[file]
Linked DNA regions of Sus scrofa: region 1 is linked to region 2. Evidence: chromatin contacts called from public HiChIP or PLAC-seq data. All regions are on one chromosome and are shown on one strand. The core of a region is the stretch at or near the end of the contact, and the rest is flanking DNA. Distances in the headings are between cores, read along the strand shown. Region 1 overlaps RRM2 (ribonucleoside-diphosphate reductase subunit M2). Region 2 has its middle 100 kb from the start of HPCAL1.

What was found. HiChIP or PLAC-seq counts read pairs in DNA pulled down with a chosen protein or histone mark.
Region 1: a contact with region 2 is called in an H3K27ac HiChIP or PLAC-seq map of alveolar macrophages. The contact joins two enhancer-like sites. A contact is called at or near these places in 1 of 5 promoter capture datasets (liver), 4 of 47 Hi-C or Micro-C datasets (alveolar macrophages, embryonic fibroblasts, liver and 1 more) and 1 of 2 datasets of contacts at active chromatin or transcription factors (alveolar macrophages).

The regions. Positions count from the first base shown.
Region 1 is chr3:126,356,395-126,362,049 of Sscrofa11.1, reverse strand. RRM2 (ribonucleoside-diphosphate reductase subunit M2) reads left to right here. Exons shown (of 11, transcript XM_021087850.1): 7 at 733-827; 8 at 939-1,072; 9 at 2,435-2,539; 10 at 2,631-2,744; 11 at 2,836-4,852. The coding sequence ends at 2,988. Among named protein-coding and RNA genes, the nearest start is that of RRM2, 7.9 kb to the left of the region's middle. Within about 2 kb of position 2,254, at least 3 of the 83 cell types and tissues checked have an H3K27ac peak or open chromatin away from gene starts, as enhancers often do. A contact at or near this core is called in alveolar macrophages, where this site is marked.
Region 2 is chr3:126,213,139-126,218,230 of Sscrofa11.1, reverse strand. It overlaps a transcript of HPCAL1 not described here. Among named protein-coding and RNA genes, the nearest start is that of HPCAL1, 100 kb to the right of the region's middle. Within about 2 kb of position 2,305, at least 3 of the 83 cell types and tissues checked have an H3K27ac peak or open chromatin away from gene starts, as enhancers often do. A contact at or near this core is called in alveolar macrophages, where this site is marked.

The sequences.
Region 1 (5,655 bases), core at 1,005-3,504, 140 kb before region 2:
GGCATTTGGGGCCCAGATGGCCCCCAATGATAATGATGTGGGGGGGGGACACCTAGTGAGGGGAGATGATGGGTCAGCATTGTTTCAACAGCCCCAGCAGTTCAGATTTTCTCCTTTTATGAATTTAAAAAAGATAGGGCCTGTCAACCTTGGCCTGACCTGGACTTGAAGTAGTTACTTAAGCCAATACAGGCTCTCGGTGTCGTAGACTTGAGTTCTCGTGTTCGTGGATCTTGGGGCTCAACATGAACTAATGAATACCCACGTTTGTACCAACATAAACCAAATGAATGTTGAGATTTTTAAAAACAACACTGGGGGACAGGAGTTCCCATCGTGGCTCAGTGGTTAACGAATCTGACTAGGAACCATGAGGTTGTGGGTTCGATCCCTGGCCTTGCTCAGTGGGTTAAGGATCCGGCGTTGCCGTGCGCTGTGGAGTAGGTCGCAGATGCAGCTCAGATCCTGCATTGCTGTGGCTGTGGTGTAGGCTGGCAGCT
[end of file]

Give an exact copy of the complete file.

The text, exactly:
Linked DNA regions of Sus scrofa: region 1 is linked to region 2. Evidence: chromatin contacts called from public HiChIP or PLAC-seq data. All regions are on one chromosome and are shown on one strand. The core of a region is the stretch at or near the end of the contact, and the rest is flanking DNA. Distances in the headings are between cores, read along the strand shown. Region 1 overlaps RRM2 (ribonucleoside-diphosphate reductase subunit M2). Region 2 has its middle 100 kb from the start of HPCAL1.

What was found. HiChIP or PLAC-seq counts read pairs in DNA pulled down with a chosen protein or histone mark.
Region 1: a contact with region 2 is called in an H3K27ac HiChIP or PLAC-seq map of alveolar macrophages. The contact joins two enhancer-like sites. A contact is called at or near these places in 1 of 5 promoter capture datasets (liver), 4 of 47 Hi-C or Micro-C datasets (alveolar macrophages, embryonic fibroblasts, liver and 1 more) and 1 of 2 datasets of contacts at active chromatin or transcription factors (alveolar macrophages).

The regions. Positions count from the first base shown.
Region 1 is chr3:126,356,395-126,362,049 of Sscrofa11.1, reverse strand. RRM2 (ribonucleoside-diphosphate reductase subunit M2) reads left to right here. Exons shown (of 11, transcript XM_021087850.1): 7 at 733-827; 8 at 939-1,072; 9 at 2,435-2,539; 10 at 2,631-2,744; 11 at 2,836-4,852. The coding sequence ends at 2,988. Among named protein-coding and RNA genes, the nearest start is that of RRM2, 7.9 kb to the left of the region's middle. Within about 2 kb of position 2,254, at least 3 of the 83 cell types and tissues checked have an H3K27ac peak or open chromatin away from gene starts, as enhancers often do. A contact at or near this core is called in alveolar macrophages, where this site is marked.
Region 2 is chr3:126,213,139-126,218,230 of Sscrofa11.1, reverse strand. It overlaps a transcript of HPCAL1 not described here. Among named protein-coding and RNA genes, the nearest start is that of HPCAL1, 100 kb to the right of the region's middle. Within about 2 kb of position 2,305, at least 3 of the 83 cell types and tissues checked have an H3K27ac peak or open chromatin away from gene starts, as enhancers often do. A contact at or near this core is called in alveolar macrophages, where this site is marked.

The sequences.
Region 1 (5,655 bases), core at 1,005-3,504, 140 kb before region 2:
GGCATTTGGGGCCCAGATGGCCCCCAATGATAATGATGTGGGGGGGGGACACCTAGTGAGGGGAGATGATGGGTCAGCATTGTTTCAACAGCCCCAGCAGTTCAGATTTTCTCCTTTTATGAATTTAAAAAAGATAGGGCCTGTCAACCTTGGCCTGACCTGGACTTGAAGTAGTTACTTAAGCCAATACAGGCTCTCGGTGTCGTAGACTTGAGTTCTCGTGTTCGTGGATCTTGGGGCTCAACATGAACTAATGAATACCCACGTTTGTACCAACATAAACCAAATGAATGTTGAGATTTTTAAAAACAACACTGGGGGACAGGAGTTCCCATCGTGGCTCAGTGGTTAACGAATCTGACTAGGAACCATGAGGTTGTGGGTTCGATCCCTGGCCTTGCTCAGTGGGTTAAGGATCCGGCGTTGCCGTGCGCTGTGGAGTAGGTCGCAGATGCAGCTCAGATCCTGCATTGCTGTGGCTGTGGTGTAGGCTGGCAGCT